Once again, I return to the subject of “fake news”; this time because of a recent study just published in Science on March 8, 2108. The study- conducted by 3 MIT scholars- Soroush Vosough, Deb Roy and Sinan Aral – found that “… false news spreads more rapidly on the social network Twitter than real news does- and by a substantial margin.” (MIT news at 1.)
The study stems from the 2013 Boston Marathon bombings; much of the news about the casualties and aftermath appeared on Twitter. Mr. Vosough (a postdoctoral student) soon realized that much of what he was reading on Twitter was false and so with the help of his graduate advisor, Deb Roy (an associate professor of media arts and sciences at MIT) decided to focus his PhD “… on a model that could predict the falsity of rumors on Twitter.” (Id. at 2.)
After consulting with Sinan Aral (the David Austin Professor of Management at MIT Sloan) who was also an advisor, the three researchers decided to track roughly 126,000 cascades of news stories appearing on Twitter. They categorized each story as true or false and then followed them as they were tweeted and re-tweeted over 4.5 million times by about 3 million people. (Id.)
Not surprisingly, they found the biggest category of the tweets involved politics (about 46, 000) followed by “… urban legends, business, terrorism, science, entertainment and natural disasters.” (Id.)
Additionally, they found that false news was re-tweeted about 70% more of the time than true news. It also took true stories about six times as long to reach the same number of people as did the false news. In terms of re-tweets, the false news traveled 10-20 times faster than the true news. (Id.)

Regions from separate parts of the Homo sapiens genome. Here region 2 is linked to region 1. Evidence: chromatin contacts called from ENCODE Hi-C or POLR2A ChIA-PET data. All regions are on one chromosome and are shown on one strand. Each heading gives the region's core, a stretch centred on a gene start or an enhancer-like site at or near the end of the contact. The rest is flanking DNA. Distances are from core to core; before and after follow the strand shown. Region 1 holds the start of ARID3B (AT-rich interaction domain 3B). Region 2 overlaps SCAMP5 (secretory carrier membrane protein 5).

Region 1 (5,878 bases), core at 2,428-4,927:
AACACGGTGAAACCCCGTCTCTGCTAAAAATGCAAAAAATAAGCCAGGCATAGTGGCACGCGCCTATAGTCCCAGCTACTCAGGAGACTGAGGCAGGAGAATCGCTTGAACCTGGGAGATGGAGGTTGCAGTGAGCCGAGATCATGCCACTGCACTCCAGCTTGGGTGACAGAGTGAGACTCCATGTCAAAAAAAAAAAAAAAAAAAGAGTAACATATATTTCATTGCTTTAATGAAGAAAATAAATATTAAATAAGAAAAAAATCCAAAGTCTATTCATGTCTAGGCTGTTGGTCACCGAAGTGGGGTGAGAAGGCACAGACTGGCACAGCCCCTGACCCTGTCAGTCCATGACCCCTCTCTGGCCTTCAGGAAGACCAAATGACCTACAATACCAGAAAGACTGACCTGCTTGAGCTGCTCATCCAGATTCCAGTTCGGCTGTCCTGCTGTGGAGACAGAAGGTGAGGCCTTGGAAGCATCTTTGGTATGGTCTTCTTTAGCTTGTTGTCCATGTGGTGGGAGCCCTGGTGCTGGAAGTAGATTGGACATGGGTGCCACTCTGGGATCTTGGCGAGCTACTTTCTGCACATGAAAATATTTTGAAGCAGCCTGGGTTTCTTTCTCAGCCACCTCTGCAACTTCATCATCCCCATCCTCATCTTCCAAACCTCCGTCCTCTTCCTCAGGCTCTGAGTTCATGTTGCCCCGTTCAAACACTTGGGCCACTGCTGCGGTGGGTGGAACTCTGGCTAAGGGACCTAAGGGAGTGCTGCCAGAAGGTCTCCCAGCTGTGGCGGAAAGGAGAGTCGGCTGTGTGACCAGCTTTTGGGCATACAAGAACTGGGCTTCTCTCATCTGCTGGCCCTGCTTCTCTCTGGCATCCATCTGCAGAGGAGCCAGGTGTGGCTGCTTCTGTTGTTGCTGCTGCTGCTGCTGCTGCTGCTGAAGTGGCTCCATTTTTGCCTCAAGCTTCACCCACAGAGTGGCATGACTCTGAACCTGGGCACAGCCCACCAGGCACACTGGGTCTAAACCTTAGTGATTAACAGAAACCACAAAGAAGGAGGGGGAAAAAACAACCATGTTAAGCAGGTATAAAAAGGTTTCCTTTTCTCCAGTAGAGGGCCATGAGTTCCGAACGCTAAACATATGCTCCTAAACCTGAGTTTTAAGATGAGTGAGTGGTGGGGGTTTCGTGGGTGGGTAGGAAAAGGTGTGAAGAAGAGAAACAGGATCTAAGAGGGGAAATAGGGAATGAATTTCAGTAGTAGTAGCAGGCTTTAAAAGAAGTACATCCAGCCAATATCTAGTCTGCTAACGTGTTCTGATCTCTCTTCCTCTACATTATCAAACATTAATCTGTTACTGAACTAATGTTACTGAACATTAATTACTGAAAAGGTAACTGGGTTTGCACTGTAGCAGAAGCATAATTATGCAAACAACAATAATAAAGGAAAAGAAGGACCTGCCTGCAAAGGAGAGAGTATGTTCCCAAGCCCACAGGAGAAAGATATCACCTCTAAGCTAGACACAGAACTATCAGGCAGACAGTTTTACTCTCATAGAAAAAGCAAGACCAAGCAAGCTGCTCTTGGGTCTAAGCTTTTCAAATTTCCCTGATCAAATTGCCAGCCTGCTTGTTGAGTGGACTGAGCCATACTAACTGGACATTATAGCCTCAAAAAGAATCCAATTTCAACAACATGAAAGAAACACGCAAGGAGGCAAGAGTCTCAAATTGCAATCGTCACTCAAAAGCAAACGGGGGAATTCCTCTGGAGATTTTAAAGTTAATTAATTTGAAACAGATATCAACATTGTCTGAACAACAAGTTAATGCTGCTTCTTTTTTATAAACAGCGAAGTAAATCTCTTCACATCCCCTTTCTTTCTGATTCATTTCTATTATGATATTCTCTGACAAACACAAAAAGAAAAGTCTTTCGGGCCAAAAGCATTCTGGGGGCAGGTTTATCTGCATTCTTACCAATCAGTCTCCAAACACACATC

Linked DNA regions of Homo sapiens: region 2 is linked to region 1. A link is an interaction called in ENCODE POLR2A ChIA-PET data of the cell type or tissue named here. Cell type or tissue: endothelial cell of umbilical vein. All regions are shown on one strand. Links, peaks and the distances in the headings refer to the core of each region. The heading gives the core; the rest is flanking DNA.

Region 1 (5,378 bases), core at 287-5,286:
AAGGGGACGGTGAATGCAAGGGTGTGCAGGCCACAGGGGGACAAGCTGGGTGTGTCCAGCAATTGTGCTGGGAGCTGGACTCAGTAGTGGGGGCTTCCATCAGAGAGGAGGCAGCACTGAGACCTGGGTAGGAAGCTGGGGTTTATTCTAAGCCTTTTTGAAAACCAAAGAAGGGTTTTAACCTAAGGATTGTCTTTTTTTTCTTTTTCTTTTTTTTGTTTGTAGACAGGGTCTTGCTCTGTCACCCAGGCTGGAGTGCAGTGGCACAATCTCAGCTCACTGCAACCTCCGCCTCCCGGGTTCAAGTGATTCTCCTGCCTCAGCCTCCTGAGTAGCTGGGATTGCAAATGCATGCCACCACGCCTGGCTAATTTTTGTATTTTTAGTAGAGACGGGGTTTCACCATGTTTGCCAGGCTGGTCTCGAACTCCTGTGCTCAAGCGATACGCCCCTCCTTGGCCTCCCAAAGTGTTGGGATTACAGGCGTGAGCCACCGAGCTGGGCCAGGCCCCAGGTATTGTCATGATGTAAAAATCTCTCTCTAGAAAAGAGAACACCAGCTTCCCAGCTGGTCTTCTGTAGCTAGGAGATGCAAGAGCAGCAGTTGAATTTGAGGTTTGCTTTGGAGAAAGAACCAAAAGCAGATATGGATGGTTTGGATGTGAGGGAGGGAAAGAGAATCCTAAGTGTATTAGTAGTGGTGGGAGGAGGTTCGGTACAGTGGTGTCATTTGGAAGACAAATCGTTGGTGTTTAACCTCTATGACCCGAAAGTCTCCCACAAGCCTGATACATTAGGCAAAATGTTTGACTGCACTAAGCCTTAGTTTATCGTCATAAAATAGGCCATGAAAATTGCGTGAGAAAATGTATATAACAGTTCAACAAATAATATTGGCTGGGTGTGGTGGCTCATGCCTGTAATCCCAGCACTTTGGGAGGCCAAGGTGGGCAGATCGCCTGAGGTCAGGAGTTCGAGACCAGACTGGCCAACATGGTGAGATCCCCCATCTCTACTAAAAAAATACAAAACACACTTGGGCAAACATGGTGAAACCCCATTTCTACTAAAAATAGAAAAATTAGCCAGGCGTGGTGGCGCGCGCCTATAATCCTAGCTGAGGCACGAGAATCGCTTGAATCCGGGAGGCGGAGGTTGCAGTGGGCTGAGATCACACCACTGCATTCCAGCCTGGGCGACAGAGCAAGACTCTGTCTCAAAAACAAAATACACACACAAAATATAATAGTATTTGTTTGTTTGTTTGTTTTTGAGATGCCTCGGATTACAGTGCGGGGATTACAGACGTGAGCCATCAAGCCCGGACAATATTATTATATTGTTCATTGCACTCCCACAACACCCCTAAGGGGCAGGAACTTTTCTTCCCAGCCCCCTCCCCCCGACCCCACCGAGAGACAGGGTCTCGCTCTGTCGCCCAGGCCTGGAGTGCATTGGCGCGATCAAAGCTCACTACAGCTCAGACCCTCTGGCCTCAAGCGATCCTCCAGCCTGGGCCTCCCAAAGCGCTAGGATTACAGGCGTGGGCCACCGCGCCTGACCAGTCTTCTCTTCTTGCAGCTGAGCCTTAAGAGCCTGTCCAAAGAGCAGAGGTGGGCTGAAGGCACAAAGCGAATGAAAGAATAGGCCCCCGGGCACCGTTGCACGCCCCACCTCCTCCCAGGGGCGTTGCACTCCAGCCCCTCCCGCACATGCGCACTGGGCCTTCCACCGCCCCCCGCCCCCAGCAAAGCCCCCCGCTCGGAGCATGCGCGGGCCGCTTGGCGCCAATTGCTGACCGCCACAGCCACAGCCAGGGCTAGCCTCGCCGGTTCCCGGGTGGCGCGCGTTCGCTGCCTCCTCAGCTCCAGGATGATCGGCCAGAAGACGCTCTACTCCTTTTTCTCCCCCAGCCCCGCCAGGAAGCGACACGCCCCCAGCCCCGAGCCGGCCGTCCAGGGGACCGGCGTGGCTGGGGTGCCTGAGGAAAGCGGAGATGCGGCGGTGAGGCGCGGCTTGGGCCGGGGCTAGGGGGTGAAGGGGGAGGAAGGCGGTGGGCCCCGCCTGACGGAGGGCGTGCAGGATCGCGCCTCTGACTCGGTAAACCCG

Why? The researchers surmised that it is the result of human nature. People like new things (Id.) and false news tends to be novel and so people want to be the first to share it and appear to be “in the know”. (Id at 2-3.)
The researchers also looked at the emotional profile of those tweeting true news and fake news and found that people responded with surprise and disgust at the fake news stories but responded with sadness, anticipation and trust to the true news stories. (Id. at 3.)
So, how does this connect to dispute resolution? It is a cautionary tale: be careful in using social media to investigate and uncover “facts”. Much is made today of the use of social media as evidence for trials or even for use in a mediation or arbitration. This study is a reminder that there is a lot of “fake news” out there and if one is not careful, a party’s misplaced reliance on social media to ferret out the “truth” may simply be a house of cards that easily crumbles.
… Just something to think about.
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